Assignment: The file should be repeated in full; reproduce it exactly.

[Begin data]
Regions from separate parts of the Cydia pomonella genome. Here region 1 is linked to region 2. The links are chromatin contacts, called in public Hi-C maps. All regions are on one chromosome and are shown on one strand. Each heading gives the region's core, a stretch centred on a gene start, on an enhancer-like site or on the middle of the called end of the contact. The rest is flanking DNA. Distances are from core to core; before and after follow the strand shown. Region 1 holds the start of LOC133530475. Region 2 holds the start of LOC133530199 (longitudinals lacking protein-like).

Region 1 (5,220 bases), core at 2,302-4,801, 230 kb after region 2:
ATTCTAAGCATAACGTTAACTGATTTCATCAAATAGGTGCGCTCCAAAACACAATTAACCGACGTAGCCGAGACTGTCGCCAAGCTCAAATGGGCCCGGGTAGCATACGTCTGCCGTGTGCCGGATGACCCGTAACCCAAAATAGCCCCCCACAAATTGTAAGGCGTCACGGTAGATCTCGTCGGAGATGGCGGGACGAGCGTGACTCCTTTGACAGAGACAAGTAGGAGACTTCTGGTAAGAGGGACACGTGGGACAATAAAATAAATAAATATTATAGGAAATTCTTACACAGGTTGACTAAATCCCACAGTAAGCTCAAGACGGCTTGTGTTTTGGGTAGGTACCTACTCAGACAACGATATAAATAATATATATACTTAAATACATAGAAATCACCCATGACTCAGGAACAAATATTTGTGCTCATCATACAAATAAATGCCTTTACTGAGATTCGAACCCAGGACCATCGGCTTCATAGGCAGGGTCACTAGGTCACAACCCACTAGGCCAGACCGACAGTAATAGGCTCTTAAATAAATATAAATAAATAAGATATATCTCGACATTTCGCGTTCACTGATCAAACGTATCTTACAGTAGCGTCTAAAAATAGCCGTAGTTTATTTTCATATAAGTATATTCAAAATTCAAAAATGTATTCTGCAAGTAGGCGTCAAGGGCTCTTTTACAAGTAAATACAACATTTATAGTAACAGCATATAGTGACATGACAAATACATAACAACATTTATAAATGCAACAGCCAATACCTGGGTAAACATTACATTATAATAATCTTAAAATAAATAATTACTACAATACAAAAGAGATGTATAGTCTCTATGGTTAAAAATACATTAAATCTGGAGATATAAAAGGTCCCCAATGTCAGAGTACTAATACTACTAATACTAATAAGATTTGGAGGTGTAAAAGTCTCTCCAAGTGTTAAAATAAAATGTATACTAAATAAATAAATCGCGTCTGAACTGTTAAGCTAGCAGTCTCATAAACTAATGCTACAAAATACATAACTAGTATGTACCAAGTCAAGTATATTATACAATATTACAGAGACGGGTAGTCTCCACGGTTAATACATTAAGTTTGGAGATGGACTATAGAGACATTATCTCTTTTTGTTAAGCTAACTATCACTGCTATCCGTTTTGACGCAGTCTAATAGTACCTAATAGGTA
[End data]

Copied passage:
Regions from separate parts of the Cydia pomonella genome. Here region 1 is linked to region 2. The links are chromatin contacts, called in public Hi-C maps. All regions are on one chromosome and are shown on one strand. Each heading gives the region's core, a stretch centred on a gene start, on an enhancer-like site or on the middle of the called end of the contact. The rest is flanking DNA. Distances are from core to core; before and after follow the strand shown. Region 1 holds the start of LOC133530475. Region 2 holds the start of LOC133530199 (longitudinals lacking protein-like).

Region 1 (5,220 bases), core at 2,302-4,801, 230 kb after region 2:
ATTCTAAGCATAACGTTAACTGATTTCATCAAATAGGTGCGCTCCAAAACACAATTAACCGACGTAGCCGAGACTGTCGCCAAGCTCAAATGGGCCCGGGTAGCATACGTCTGCCGTGTGCCGGATGACCCGTAACCCAAAATAGCCCCCCACAAATTGTAAGGCGTCACGGTAGATCTCGTCGGAGATGGCGGGACGAGCGTGACTCCTTTGACAGAGACAAGTAGGAGACTTCTGGTAAGAGGGACACGTGGGACAATAAAATAAATAAATATTATAGGAAATTCTTACACAGGTTGACTAAATCCCACAGTAAGCTCAAGACGGCTTGTGTTTTGGGTAGGTACCTACTCAGACAACGATATAAATAATATATATACTTAAATACATAGAAATCACCCATGACTCAGGAACAAATATTTGTGCTCATCATACAAATAAATGCCTTTACTGAGATTCGAACCCAGGACCATCGGCTTCATAGGCAGGGTCACTAGGTCACAACCCACTAGGCCAGACCGACAGTAATAGGCTCTTAAATAAATATAAATAAATAAGATATATCTCGACATTTCGCGTTCACTGATCAAACGTATCTTACAGTAGCGTCTAAAAATAGCCGTAGTTTATTTTCATATAAGTATATTCAAAATTCAAAAATGTATTCTGCAAGTAGGCGTCAAGGGCTCTTTTACAAGTAAATACAACATTTATAGTAACAGCATATAGTGACATGACAAATACATAACAACATTTATAAATGCAACAGCCAATACCTGGGTAAACATTACATTATAATAATCTTAAAATAAATAATTACTACAATACAAAAGAGATGTATAGTCTCTATGGTTAAAAATACATTAAATCTGGAGATATAAAAGGTCCCCAATGTCAGAGTACTAATACTACTAATACTAATAAGATTTGGAGGTGTAAAAGTCTCTCCAAGTGTTAAAATAAAATGTATACTAAATAAATAAATCGCGTCTGAACTGTTAAGCTAGCAGTCTCATAAACTAATGCTACAAAATACATAACTAGTATGTACCAAGTCAAGTATATTATACAATATTACAGAGACGGGTAGTCTCCACGGTTAATACATTAAGTTTGGAGATGGACTATAGAGACATTATCTCTTTTTGTTAAGCTAACTATCACTGCTATCCGTTTTGACGCAGTCTAATAGTACCTAATAGGTA